The Problem of Falling in Love. You often do, when you hate to cook, fall in love with one recipe which seems to have simply everything: it's fast, it's simple, and the whole family likes it. And so, like impetuous lovers since time began, you tend to overdo it. You find yourself serving the little gem three times a week, including Sunday breakfast. Your problems are solved. You're serene. Oh, you love that little recipe!When I read this in the car, after having found this book in a great coup of good luck at a flea market, it was as if I were transported from the present day to my teens, when I first read this book. I often think about the role that various cookbooks played in shaping my culinary life, starting with a birthday card my parents gave me when I was about 9, a birthday card that was actually an adorable pink pamphlet comprising several cookie recipes (lost to time, so very sad!). The gender relations embodied in Peg Bracken's book are like a perky version of Mad Men, which makes it an interesting historical artifact.
But no recipe can stand such an onslaught. After a while, it just doesn't taste as good as it did the first time. You begin to wonder what you ever saw in it. Presently, you stop making it. Eventually it's lost in limbo, and that's the end of that love affair.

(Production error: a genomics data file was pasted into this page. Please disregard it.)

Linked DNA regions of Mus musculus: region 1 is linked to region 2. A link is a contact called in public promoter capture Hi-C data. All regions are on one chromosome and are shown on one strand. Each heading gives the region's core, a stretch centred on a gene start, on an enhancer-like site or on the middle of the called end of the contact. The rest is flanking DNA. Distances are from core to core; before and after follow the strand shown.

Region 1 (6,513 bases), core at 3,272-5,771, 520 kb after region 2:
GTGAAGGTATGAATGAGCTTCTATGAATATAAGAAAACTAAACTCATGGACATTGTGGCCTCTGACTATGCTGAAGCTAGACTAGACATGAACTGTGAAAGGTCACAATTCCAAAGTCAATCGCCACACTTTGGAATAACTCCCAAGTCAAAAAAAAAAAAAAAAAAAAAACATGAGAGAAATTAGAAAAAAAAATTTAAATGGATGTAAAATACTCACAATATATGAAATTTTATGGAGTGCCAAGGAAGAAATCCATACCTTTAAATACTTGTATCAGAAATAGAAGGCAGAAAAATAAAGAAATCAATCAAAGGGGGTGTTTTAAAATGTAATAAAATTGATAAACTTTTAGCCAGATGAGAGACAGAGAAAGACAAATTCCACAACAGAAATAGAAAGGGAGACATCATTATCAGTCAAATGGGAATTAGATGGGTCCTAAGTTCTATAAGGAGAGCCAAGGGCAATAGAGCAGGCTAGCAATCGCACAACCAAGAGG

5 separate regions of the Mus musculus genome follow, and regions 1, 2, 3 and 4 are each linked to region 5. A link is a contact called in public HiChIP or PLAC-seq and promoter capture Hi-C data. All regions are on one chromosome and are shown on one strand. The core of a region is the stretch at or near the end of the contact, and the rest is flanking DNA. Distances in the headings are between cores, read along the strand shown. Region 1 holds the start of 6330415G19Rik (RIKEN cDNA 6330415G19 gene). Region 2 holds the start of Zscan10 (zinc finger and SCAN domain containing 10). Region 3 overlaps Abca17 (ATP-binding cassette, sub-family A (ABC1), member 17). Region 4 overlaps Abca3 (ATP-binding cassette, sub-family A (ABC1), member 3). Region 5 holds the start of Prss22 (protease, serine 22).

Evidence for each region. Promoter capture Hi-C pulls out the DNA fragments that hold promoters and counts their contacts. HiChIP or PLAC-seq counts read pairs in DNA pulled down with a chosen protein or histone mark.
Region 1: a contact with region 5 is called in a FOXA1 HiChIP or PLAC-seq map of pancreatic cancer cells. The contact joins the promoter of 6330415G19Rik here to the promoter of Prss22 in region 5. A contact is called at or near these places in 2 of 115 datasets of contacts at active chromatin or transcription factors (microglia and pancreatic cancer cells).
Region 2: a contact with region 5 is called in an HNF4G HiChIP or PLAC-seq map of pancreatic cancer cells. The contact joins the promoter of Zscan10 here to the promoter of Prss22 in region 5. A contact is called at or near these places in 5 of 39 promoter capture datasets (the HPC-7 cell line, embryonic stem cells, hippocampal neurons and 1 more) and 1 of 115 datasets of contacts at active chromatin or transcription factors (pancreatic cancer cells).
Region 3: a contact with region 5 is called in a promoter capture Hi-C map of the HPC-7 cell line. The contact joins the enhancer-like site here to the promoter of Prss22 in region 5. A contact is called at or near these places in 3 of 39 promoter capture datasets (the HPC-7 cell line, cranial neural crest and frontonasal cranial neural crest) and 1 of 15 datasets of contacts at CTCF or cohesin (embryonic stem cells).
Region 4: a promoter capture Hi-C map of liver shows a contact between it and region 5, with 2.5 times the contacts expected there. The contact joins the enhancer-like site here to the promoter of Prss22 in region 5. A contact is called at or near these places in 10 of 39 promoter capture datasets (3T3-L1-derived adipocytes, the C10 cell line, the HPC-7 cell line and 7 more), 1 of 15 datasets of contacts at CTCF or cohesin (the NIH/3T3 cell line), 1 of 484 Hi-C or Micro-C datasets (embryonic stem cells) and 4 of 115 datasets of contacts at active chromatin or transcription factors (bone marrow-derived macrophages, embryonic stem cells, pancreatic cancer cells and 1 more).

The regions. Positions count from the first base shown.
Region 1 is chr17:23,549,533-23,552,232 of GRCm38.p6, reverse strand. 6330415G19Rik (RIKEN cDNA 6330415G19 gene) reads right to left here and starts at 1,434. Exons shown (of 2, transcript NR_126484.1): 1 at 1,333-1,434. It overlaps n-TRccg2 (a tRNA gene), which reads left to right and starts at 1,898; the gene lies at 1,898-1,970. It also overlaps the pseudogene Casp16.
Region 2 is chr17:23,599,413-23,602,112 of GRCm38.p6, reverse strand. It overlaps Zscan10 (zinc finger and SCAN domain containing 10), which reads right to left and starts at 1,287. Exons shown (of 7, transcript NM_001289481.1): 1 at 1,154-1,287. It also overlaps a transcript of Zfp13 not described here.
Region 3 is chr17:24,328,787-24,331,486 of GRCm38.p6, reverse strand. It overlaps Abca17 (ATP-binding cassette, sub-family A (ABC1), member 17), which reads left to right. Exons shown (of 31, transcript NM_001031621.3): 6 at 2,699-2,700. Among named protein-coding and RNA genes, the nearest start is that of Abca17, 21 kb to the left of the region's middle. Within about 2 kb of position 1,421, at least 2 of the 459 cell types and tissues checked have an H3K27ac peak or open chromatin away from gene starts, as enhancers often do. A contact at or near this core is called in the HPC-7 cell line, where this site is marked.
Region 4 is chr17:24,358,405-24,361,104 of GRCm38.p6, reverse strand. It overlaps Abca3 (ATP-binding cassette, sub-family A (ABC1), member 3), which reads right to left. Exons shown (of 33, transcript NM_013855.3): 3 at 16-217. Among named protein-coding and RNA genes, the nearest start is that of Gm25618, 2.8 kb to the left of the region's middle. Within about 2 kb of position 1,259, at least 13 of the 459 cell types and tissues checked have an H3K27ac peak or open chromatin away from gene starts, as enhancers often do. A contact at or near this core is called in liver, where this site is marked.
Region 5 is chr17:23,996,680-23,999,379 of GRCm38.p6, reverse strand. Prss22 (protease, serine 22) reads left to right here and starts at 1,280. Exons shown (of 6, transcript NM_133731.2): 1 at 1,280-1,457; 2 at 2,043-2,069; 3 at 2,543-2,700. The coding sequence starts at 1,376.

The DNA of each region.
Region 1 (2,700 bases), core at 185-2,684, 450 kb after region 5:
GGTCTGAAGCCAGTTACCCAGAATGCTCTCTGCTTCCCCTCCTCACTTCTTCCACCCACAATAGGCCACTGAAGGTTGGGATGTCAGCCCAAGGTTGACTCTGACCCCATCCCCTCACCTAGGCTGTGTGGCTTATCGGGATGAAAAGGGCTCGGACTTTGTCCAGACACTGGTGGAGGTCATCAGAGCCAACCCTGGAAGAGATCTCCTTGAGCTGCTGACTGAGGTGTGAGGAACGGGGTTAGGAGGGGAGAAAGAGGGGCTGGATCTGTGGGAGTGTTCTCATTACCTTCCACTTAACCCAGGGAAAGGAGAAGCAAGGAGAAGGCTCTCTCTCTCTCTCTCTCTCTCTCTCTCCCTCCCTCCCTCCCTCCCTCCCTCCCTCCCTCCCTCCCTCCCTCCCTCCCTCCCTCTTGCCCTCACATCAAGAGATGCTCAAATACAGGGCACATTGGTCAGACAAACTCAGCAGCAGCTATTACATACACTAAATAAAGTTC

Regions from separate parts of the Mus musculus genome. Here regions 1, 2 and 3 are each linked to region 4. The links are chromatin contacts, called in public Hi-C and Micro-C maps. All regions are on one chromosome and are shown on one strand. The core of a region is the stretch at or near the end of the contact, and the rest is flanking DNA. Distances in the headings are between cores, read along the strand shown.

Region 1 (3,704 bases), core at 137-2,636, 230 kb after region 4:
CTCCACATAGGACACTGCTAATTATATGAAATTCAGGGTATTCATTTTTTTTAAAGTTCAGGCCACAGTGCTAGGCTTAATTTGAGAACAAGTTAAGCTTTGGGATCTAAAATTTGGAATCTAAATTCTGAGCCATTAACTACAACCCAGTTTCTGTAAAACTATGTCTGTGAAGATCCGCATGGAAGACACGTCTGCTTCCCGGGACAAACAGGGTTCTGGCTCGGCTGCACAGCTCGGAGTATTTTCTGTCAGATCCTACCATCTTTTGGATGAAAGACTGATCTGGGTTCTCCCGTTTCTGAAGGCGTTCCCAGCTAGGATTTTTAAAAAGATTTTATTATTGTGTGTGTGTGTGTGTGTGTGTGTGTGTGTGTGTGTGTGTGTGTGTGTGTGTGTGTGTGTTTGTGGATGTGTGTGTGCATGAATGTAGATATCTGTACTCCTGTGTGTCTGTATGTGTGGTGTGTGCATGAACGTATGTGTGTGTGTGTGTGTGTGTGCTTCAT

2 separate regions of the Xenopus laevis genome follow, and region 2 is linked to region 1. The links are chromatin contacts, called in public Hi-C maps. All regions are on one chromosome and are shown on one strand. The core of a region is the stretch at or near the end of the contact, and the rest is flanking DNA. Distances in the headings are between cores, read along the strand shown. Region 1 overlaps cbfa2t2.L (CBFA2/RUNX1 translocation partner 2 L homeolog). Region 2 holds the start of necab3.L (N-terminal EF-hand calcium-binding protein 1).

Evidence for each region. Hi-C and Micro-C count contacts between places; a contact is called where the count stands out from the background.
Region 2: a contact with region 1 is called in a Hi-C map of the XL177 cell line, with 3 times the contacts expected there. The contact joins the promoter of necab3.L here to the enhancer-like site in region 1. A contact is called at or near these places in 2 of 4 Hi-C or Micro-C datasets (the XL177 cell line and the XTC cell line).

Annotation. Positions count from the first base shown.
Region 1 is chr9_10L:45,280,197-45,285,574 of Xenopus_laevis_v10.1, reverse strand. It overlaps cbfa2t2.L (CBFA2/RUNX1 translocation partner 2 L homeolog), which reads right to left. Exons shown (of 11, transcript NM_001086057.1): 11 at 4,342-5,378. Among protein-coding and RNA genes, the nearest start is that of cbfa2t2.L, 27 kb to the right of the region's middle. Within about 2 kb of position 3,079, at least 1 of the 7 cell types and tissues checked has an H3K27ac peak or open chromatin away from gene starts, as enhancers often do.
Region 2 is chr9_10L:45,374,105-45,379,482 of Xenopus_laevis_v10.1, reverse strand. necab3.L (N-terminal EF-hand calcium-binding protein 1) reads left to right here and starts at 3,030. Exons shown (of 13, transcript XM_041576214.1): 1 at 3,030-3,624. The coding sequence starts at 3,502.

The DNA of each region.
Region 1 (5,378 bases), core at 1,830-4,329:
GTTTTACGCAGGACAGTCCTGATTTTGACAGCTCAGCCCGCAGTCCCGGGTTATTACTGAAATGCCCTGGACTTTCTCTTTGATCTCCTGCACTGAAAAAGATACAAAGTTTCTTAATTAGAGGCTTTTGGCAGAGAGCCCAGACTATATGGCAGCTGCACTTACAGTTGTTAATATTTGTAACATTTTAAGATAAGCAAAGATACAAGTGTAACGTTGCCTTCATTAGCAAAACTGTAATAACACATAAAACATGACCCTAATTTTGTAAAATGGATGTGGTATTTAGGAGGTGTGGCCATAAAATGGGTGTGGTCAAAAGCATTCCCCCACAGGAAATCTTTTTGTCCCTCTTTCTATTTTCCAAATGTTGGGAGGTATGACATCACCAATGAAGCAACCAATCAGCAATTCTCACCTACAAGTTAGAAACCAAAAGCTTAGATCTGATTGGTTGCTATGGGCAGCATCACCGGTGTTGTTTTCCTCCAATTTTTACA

Two things are responsible for this all-too-common occurrence: first, you overdid it, and, second, you probably started to kick it around. You felt so safe with your own true love that you began taking it for granted, not exactly following the recipe, using vinegar instead of lemon juice, or canned mushrooms instead of fresh mushrooms (because you had some vinegar or canned mushrooms). Soon, without your being aware of it, the recipe has undergone a sea change, and become something rich and undoubtedly strange, all right, but not at all the same recipe you started with.
The moral is this: Instead of going steady, play the field. When you make proper contact with a recipe, don't make it again for an entire month. Keep it warm and cozy, your ace in the hole, in your card file, or checked in your recipe book, while you try some more. Presently, you'll have several aces in the hole, which is a very delectable state of affairs indeed.
If you could take a peek, however, at the kitchen diary I kept when I was a young wife, you'd see that the basic advice here--don't cook the same thing over and over--was embodied in my own planning. I often planned shopping and meals for two weeks out (don't ask), with nary a meal repeated, except perhaps spaghetti, which remains a go-to option for me when the cooking seems almost too much to bear (sob, collapse). You don't want to wear out a recipe's welcome. Except spaghetti, which is like a very, very good friend showing up on your doorstep with a covered dish, and in the covered dish is spaghetti, thank God.